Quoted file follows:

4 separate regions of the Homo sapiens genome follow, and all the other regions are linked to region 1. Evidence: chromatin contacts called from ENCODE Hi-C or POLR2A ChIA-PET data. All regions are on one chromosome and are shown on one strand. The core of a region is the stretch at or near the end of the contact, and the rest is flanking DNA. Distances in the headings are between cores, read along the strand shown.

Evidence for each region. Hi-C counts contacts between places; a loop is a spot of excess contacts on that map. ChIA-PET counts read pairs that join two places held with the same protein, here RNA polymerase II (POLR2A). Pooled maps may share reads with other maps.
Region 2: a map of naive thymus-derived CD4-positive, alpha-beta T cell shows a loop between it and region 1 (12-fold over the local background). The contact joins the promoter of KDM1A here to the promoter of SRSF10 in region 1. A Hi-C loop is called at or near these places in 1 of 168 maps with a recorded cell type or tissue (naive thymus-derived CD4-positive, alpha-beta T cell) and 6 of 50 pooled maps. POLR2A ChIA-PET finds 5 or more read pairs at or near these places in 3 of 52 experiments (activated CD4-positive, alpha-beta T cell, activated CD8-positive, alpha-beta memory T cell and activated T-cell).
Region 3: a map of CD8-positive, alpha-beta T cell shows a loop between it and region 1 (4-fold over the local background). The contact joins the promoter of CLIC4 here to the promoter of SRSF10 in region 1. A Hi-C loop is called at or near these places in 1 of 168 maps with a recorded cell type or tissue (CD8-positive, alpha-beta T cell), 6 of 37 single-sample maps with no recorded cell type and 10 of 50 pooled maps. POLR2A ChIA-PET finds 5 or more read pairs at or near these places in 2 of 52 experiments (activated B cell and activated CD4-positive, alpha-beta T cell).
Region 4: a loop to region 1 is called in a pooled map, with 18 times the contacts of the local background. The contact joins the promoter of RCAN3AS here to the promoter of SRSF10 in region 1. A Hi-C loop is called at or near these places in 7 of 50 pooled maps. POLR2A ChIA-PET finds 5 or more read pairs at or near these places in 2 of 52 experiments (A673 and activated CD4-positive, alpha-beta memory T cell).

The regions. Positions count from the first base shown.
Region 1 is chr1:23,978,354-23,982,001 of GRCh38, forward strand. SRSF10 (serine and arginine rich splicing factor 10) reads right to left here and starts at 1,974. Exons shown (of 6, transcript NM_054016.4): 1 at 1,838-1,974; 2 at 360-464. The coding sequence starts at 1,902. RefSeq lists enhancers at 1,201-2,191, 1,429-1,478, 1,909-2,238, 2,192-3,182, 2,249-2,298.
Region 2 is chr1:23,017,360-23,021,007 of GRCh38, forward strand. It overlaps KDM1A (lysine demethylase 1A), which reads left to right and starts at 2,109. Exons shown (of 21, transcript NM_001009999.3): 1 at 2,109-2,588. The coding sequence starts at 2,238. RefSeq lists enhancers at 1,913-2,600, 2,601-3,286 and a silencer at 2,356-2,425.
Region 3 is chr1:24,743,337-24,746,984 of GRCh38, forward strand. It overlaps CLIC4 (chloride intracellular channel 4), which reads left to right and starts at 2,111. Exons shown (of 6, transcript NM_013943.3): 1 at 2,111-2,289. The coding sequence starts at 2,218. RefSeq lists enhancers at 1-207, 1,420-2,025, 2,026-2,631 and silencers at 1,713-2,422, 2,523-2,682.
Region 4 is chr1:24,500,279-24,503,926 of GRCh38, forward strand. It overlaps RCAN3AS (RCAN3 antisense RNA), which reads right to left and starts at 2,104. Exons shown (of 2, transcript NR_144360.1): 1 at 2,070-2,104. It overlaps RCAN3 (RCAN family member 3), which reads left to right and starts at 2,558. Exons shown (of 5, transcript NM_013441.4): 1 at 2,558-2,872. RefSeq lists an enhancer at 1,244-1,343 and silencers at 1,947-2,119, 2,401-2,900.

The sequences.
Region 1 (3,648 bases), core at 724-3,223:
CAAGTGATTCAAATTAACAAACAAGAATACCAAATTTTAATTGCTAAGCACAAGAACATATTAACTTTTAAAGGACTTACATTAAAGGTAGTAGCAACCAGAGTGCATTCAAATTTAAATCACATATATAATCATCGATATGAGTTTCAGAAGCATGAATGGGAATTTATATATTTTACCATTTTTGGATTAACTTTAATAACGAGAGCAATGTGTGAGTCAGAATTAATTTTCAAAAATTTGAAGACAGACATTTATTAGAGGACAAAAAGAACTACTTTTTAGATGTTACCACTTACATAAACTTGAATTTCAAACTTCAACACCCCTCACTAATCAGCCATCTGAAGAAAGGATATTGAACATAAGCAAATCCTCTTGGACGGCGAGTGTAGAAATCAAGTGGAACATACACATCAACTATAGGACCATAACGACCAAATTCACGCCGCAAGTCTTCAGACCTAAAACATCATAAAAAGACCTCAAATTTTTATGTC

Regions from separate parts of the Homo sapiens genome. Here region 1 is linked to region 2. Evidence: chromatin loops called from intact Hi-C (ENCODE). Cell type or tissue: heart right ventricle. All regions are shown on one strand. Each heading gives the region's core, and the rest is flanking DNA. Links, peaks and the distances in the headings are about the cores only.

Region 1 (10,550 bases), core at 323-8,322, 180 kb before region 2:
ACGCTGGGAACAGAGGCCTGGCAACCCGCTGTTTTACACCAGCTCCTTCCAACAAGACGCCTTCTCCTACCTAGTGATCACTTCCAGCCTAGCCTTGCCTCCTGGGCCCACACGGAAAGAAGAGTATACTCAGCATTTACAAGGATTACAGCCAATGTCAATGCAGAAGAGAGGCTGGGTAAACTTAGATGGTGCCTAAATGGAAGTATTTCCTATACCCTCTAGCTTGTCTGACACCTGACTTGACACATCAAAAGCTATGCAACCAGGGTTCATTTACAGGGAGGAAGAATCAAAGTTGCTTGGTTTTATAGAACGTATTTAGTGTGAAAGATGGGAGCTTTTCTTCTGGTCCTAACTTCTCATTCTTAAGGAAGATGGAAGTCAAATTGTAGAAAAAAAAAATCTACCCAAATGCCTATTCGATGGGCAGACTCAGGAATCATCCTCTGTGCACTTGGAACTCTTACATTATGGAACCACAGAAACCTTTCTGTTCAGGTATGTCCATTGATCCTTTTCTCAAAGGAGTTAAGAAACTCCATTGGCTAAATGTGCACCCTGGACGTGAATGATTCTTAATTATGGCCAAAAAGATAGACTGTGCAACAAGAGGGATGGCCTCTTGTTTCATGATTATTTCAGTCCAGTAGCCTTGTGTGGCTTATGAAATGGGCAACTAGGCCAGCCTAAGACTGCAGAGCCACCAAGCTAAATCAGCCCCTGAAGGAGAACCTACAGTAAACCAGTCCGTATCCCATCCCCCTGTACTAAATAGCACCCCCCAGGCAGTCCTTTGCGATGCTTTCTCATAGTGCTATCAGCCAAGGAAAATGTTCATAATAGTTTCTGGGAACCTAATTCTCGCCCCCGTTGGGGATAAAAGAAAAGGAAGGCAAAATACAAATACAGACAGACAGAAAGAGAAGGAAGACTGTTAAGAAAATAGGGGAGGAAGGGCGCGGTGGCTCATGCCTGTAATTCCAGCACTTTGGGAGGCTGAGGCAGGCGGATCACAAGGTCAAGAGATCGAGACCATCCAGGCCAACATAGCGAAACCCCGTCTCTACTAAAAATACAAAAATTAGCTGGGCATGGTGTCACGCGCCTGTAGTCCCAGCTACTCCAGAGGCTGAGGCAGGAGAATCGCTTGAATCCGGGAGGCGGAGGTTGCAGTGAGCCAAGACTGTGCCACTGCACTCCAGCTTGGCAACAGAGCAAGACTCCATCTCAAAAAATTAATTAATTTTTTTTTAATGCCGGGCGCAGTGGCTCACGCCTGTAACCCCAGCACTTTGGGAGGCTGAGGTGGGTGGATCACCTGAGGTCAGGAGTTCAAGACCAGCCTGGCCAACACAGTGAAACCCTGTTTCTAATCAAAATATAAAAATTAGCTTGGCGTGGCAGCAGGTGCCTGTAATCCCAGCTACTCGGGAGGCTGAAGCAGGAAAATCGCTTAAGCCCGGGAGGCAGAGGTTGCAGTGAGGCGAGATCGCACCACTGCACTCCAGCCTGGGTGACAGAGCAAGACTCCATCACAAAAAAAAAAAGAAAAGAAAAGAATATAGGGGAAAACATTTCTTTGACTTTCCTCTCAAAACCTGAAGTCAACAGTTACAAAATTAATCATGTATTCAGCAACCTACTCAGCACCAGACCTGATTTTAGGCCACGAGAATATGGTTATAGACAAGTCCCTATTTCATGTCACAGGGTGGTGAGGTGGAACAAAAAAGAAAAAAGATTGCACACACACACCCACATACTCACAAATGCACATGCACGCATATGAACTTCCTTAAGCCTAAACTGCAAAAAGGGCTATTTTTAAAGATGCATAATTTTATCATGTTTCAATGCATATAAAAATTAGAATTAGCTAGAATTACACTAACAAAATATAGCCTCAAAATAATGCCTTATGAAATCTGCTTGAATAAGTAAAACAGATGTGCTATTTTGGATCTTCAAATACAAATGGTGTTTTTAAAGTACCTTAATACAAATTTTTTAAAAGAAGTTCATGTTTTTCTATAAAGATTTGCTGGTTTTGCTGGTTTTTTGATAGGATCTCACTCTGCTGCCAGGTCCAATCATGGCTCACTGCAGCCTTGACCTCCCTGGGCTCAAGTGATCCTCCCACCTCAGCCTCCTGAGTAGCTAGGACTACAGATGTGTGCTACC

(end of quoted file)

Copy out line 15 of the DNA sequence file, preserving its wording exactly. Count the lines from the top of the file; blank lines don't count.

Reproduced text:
Region 1 (10,550 bases), core at 323-8,322, 180 kb before region 2: